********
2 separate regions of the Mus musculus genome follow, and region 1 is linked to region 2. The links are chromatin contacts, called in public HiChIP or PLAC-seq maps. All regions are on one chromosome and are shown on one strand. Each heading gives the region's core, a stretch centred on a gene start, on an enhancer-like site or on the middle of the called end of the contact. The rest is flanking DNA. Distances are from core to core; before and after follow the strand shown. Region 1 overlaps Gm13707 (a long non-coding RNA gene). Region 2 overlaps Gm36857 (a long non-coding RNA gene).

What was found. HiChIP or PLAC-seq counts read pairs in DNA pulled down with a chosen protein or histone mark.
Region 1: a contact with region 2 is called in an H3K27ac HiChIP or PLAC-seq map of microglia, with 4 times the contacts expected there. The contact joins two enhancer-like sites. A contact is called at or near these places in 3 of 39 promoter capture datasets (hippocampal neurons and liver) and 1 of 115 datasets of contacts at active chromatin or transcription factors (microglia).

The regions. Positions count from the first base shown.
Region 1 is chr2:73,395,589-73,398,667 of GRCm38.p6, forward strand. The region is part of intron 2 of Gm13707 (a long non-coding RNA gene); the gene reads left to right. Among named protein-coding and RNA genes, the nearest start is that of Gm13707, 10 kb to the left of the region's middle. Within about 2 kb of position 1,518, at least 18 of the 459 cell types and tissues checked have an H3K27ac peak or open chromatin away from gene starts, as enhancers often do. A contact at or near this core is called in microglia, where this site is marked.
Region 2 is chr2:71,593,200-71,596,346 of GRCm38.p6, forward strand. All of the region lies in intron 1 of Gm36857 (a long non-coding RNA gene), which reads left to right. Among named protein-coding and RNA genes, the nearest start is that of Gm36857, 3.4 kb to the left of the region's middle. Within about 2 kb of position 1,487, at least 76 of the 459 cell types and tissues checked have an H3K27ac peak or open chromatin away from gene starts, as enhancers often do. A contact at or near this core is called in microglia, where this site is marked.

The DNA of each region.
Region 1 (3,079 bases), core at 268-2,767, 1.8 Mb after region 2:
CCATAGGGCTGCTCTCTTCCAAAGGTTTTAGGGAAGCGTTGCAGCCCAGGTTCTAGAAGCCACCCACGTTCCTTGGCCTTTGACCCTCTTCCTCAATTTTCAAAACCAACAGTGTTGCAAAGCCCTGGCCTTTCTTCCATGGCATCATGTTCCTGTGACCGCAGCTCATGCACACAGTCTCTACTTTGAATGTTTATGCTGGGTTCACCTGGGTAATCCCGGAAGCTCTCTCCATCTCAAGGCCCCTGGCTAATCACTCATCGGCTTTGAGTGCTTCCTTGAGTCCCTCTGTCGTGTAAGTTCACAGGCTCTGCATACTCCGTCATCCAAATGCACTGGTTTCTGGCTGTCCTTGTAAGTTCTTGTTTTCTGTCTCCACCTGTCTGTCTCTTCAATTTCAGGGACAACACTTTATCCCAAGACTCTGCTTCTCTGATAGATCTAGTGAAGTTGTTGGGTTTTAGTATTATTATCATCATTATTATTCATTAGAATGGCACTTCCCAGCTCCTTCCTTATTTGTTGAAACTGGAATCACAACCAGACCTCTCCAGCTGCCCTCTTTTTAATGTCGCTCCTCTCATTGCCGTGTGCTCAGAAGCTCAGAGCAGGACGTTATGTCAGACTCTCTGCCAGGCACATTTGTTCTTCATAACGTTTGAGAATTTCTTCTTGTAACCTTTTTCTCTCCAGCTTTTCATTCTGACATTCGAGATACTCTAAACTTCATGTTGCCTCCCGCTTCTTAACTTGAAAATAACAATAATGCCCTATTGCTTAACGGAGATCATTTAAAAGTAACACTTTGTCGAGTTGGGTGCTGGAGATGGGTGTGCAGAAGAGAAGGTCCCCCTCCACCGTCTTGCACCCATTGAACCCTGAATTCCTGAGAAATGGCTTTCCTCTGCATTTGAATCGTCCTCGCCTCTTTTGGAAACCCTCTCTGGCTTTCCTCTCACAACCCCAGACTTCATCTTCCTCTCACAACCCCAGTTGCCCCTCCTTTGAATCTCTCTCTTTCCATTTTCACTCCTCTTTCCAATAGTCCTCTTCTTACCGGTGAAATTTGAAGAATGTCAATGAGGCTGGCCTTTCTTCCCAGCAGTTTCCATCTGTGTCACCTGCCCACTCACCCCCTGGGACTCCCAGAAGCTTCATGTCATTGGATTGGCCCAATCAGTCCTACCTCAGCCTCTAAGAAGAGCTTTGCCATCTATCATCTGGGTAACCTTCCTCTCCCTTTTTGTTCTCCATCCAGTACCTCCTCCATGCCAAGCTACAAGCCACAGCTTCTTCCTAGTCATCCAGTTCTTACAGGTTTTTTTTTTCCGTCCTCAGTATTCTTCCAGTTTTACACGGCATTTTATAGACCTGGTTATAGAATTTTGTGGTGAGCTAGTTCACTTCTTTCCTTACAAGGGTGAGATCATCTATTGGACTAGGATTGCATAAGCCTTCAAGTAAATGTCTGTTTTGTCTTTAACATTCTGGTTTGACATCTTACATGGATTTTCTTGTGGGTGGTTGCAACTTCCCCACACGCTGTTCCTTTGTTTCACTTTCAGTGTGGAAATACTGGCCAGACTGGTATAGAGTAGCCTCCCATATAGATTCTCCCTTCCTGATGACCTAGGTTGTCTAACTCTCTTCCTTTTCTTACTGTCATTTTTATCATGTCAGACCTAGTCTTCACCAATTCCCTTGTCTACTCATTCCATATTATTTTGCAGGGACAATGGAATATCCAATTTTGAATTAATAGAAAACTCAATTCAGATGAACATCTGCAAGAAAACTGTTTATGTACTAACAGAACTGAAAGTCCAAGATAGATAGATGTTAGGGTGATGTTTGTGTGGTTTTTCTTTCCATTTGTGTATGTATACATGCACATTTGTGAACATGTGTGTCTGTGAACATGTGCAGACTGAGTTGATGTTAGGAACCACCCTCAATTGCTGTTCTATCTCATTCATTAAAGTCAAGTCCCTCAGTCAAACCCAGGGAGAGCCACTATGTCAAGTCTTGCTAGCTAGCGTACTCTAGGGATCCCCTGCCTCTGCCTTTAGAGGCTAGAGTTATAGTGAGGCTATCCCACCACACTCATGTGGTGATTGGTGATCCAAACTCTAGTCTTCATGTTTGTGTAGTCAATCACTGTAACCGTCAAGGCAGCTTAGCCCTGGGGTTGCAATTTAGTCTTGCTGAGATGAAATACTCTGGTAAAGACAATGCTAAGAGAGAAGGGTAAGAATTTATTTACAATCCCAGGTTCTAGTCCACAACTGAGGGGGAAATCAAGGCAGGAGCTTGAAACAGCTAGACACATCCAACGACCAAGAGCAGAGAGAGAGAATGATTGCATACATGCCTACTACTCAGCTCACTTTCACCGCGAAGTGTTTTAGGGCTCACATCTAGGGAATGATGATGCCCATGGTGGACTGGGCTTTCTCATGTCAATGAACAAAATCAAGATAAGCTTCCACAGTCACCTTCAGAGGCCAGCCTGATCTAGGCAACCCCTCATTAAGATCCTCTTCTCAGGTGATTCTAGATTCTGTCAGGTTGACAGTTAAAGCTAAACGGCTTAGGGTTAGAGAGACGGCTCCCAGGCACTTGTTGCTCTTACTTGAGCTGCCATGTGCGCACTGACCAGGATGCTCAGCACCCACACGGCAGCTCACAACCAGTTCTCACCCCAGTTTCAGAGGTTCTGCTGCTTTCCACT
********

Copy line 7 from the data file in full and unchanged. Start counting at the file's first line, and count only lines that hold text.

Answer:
The DNA of each region.